Does transit card design matter?

There are so many issues on the TTC’s “hierarchy of problems” that questioning the metropass’s design could seem frivolous or even extraneous. People don’t base their decision on buying a pass and taking transit on how good and appealing the actual pass looks — in fact, most people likely decide before they even see it. Yet any good designer will tell you it does matter, and conscientious users — or customers — may have more than a passing opinion on this item they live with for a month. Over at the New York Times City Room blog Sewell Chan wonders if the MTA card needs a makeover. Read the rest here:

More so than any credit card, library card or health insurance card, the MetroCard is the one piece of plastic that most unites New Yorkers. The Metropolitan Transportation Authority distributes 180 million of them — that’s not a typo — every year. The MetroCard is a fixture of anyone’s pocket, wallet or purse, a mainstay for any commuter, and — ever since the last tokens were phased out in 2003 — the only one way to (legally) ride a subway in New York City. And yet, few people spend much time looking at or thinking about the humble, homely MetroCard.

The M.T.A.’s recent decision to raise subway and bus fares got me wondering why all MetroCards all look the same — whether you buy the 7- or 30-day unlimited-card variety or the regular per-per-ride cards. Then I asked myself why the design of the MetroCard hasn’t changed all that much. (Emily Gordon, writing on the design blog A Brief Message, also spurred us to think about this in November.)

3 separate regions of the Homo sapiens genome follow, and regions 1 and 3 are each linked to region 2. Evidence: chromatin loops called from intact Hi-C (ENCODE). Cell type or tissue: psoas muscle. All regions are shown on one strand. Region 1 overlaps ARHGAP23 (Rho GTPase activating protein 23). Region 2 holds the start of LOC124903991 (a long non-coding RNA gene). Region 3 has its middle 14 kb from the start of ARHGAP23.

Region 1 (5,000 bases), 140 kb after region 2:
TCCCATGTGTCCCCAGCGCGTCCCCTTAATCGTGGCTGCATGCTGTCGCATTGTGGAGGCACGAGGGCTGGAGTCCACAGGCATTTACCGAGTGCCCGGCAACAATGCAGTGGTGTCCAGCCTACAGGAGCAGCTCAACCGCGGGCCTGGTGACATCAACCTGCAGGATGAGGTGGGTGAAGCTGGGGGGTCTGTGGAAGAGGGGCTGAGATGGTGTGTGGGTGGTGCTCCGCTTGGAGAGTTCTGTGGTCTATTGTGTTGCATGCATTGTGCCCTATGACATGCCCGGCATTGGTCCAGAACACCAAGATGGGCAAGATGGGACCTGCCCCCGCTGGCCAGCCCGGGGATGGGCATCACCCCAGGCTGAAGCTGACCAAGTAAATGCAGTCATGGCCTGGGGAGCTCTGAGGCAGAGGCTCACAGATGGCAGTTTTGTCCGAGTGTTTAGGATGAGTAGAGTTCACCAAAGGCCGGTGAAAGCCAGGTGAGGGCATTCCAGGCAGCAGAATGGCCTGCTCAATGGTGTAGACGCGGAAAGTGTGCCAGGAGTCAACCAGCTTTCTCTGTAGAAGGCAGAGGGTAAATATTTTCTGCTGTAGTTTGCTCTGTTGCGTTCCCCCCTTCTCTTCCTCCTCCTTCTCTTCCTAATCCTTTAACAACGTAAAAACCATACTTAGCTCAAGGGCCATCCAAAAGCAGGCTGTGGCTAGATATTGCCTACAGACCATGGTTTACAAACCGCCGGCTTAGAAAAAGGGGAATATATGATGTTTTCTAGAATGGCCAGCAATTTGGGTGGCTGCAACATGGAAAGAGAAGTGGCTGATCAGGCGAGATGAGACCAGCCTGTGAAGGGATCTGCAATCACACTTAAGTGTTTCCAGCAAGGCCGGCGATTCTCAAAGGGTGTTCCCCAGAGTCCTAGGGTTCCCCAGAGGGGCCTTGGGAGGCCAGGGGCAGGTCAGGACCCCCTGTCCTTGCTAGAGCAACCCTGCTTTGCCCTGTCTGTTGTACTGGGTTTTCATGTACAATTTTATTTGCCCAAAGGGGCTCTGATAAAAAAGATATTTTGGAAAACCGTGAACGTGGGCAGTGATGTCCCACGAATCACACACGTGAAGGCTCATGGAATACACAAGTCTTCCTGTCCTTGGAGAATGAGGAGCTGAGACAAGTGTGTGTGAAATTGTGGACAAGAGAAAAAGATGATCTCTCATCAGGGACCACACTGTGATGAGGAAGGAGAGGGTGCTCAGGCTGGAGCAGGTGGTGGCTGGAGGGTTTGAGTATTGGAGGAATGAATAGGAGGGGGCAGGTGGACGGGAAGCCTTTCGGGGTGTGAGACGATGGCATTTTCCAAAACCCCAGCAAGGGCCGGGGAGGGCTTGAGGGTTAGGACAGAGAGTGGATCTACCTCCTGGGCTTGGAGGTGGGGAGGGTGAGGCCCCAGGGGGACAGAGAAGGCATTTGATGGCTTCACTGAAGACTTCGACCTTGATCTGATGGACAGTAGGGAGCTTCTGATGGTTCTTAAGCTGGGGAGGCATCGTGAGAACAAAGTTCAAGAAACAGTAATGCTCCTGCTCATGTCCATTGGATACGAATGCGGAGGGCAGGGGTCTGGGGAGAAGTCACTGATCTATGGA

In my wallet, I carry not only the MetroCard but the transit cards for Boston and Washington, cities I visit fairly frequently. (Boston’s CharlieCard shows a cartoon commute and refers to the 1948 song made popular by the Kingston Trio. Washington’s SmarTrip card depicts above-ground subway trains whizzing by monuments.) During a vacation in London last year I used that city’s new Oyster card, which has a fairly abstract design with two different shades of blue. (Appropriate for English weather, perhaps.)

Chan went on to interview four design experts on their opinion of the MTA, and his readers shared theirs.

So what do folks think about the TTC Metropasses? The basic design changes each year, so there is some anticipation around the holidays when Torontonians (surely enough to be plural) wonder what the designers up at Davisville have created. This past year the month was spelled out in reflective dots (that do not scan very well) and were an interesting bit of disco-flash from the normally staid TTC. Otherwise, compared to the three U.S. examples above, TTC cards are rather busy with no defining characteristic other than the big A, which is somewhat confusing until you connect it to the “adult” meaning — though people probably feel good just being around an A rather than, say, C or D.